Gui Ai

February 6, 2009 22qdeletion syndrome, Developmental System, Family Stories, velocardiofacial syndrome 1 Comments

By Anonymous, mother to Gui Ai from China with DiGeorge syndrome

I want to share our family’s journey of adoption. I hope in doing this it will encourage others to consider children with unknowns and more involved special needs. When we received the referral for our daughter we knew she had a repaired heart condition called Tetralolgy of Fallot. We knew that she would require an additional surgery for valve replacement in her late teen years. This all seemed to be a very doable special need especially since we still have very young children in our home. Once home from China we took our daughter for her cardiologist check up. During the visit the doctor asked “Did I discuss with you DiGeorge syndrome when we reviewed her referral?” Our doctor had in fact discussed this syndrome because 20% of all children with Tetralolgy have DiGeorge. During review of her referral information he had asked us if she had seizures or immune problems. Luckily I knew the organization that fostered her and was able to ask them if she suffered from any of these conditions. They reassured us that she had never had a seizure and had only been in the hospital for heart surgery never for any illnesses. Fast forward back to her first cardiologist check up and our doctor suggested that we test our daughter for DiGeorge. Two weeks later her results came back positive. As any parent would be we were heartbroken. My husband handled it well and really had “it will be ok” attitude. I on the other hand was depressed. I couldn’t say the word DiGeorge with out breaking down in tears. I kept thinking and telling God “I am not this person, I can’t do this, this is not what I signed up for”. Let me stop here for a minute and tell you a little bit about this syndrome. It is a widely varied syndrome. Meaning it affects each child very differently. It is a genetic syndrome where the individual is missing part of their 22nd chromosome. It is also called 22qdeletion syndrome and Velocardiofacial syndrome. There is a long list of possible medical, physical, mental, and learning problems. No Hands But Ours has a link to read more about it if you are interested. After the diagnosis we had to visit numerous specialist – ophthalmologist, endocrinologist, cardiologist, ENT, audiologist, immunologist, renal ultrasound, cardiologist, orthopedic. I remember walking into each doctor’s office bracing myself for what they would tell me next.

In regards to our daughter China had been right – our daughter did NOT have seizures and she her immune system was not depressed. She does have a palate problem called VPI that makes it difficult for her to say many consonants (this is something that cleft palate kids can also have). She has had surgery for this and has ongoing intensive speech therapy due to poor articulation. She has scoliosis. She also has bilateral conductive hearing loss due to ruptured eardrums. Currently she wears hearing aids and will have surgery in a few years to repair her eardrums and should regain most if not all of her hearing. And of course she has her repaired heart condition that will require a valve replacement in her early teens. There are still some unknowns in regards to possible learning problems, scoliosis treatment, and how and if she can live independently as an adult. Although, at this point she seems fully capable of living independently, but my husband is always telling her she can stay with us forever!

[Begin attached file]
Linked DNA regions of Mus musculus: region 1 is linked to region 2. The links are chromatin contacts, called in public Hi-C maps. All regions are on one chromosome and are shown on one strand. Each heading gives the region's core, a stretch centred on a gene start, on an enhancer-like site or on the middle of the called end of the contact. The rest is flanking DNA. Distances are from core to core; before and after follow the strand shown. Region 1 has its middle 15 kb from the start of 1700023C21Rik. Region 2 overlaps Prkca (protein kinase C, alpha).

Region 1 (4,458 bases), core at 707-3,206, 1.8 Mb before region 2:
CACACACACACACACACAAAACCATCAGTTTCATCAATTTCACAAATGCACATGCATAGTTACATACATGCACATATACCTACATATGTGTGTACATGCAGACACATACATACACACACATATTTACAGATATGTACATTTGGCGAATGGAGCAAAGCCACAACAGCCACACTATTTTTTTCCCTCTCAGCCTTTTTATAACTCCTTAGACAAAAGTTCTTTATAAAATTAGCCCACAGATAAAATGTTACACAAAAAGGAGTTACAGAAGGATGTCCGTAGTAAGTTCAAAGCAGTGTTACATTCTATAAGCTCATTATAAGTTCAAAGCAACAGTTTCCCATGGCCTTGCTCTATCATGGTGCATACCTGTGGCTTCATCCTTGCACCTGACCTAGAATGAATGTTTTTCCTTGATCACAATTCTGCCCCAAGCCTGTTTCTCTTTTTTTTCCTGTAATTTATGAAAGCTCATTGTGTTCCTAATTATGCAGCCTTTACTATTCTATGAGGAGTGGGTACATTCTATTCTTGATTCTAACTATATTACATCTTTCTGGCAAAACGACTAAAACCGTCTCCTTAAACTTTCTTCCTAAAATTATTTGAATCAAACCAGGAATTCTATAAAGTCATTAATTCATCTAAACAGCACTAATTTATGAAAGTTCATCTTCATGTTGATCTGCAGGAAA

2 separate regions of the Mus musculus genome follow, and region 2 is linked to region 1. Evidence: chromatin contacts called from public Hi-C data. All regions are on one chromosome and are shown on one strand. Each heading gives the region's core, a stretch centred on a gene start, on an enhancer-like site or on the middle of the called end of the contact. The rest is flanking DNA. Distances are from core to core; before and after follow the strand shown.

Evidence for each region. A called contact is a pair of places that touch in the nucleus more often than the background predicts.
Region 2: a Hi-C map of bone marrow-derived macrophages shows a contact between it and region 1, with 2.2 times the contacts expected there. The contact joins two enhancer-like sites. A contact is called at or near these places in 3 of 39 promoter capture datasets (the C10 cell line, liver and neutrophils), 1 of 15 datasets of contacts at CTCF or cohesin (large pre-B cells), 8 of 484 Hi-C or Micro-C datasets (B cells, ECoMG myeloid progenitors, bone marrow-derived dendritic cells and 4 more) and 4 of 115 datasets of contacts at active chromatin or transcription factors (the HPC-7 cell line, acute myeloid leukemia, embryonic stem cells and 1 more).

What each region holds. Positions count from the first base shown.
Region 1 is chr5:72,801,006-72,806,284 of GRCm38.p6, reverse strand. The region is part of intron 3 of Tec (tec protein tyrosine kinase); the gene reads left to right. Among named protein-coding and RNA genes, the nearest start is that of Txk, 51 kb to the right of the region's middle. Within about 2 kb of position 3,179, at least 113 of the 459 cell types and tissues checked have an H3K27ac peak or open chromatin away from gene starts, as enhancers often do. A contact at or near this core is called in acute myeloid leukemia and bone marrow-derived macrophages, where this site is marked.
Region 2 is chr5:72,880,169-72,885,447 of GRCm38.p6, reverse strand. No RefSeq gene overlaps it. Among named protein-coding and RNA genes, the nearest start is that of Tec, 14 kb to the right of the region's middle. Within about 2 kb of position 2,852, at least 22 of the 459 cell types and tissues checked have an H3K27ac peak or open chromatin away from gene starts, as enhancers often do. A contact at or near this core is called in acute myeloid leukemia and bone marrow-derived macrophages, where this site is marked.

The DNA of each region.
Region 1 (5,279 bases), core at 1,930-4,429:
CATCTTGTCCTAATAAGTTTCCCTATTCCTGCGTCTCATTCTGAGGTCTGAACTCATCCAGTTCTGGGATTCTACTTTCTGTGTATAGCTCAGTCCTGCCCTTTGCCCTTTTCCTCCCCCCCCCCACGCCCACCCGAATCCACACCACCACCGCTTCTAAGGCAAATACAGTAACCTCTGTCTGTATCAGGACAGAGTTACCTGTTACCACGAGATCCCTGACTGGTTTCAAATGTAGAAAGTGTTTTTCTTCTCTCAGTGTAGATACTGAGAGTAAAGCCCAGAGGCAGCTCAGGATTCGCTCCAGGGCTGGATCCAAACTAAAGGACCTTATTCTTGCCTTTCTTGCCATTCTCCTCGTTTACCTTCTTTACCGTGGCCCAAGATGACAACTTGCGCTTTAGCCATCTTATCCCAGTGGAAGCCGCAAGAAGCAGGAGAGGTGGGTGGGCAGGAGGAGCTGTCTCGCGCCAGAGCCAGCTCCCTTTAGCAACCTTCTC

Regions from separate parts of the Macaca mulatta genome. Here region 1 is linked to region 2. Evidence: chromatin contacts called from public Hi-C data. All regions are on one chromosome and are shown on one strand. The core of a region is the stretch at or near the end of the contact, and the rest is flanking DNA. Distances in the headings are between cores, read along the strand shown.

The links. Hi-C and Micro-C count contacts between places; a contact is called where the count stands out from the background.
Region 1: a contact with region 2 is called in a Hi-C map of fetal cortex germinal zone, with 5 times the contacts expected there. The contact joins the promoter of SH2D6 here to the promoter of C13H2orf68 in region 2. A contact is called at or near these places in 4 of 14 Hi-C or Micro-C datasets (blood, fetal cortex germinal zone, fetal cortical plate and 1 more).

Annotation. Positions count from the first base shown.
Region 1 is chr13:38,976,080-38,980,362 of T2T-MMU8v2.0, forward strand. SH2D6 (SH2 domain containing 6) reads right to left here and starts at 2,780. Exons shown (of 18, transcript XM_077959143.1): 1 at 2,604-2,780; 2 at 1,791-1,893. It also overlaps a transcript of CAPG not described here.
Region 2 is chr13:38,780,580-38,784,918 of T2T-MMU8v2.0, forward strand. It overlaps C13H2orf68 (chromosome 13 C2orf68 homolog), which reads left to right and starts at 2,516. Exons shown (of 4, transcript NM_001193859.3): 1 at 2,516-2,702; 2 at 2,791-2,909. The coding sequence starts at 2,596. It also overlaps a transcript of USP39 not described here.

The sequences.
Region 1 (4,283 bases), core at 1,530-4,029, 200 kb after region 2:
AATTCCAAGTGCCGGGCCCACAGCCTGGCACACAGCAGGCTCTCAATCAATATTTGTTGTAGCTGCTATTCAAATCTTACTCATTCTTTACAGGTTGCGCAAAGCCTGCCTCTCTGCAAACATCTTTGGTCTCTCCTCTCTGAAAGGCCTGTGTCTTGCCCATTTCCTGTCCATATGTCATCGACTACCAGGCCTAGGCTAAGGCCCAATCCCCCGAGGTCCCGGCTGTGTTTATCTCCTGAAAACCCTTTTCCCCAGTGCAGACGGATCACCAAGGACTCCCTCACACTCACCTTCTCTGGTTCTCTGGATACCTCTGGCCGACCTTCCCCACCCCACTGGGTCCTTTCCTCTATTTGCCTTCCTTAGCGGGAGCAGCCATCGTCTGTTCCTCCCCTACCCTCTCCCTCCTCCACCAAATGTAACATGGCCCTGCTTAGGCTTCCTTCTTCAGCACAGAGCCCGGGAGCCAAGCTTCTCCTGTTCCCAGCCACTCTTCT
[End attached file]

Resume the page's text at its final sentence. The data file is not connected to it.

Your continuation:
Our daughter also is diagnosed with the biggest most loving heart you can imagine. Her spirit is gentle and sweet. She is a good learner and understood English quickly – while she had hearing loss (we didn’t know about the hearing loss till she had been home for 17 months). Currently she is developmentally on target for her age. Her only delay is expressive speech (articulation). She is also very cute. People gravitate to her and always tell me what an endearing child she is. I promise I am not just being “that mom”. I have a boatload of people who would back me up here! She is currently in a regular preschool doing great. She is learning her numbers and letters and most importantly learning that Jesus loves her.

I have also learned a few things. I can parent a child with DiGeorge syndrome. Not only that, we love being her mom and dad. So often when you read the paperwork about a child you forget that there is a real child behind the photo and description. A real child that likes to dance, color, sing, and be a part of a family. A child that gets sad when others are sad and gets excited to go to the grocery with her dad. God knew that we would be too afraid to accept a referral for DiGeorge, therefore, he choose not reveal it to us prior to coming home. Thank goodness for that otherwise we would be without our precious treasure. Would we do it all over again knowing what we now know – Absolutely? Does that mean there aren’t hard times – NO! But through the hard and good times God is teaching our family about his love for all of us and these precious special needs children. He is revealing HIS heart to us in a way we could only know through this journey of special needs. We are now in the midst of paperwork for our second China special needs adoption. If you have any questions please contact No HandsBut Ours at I have chosen to remain anonymous for many reasons but have given the owners of this website permission to give out my email if I can help you with this diagnosis or anything related.

One response to “Gui Ai”

  1. Jennifer Barbee says:

    My daughter is 8 and has 22Q.

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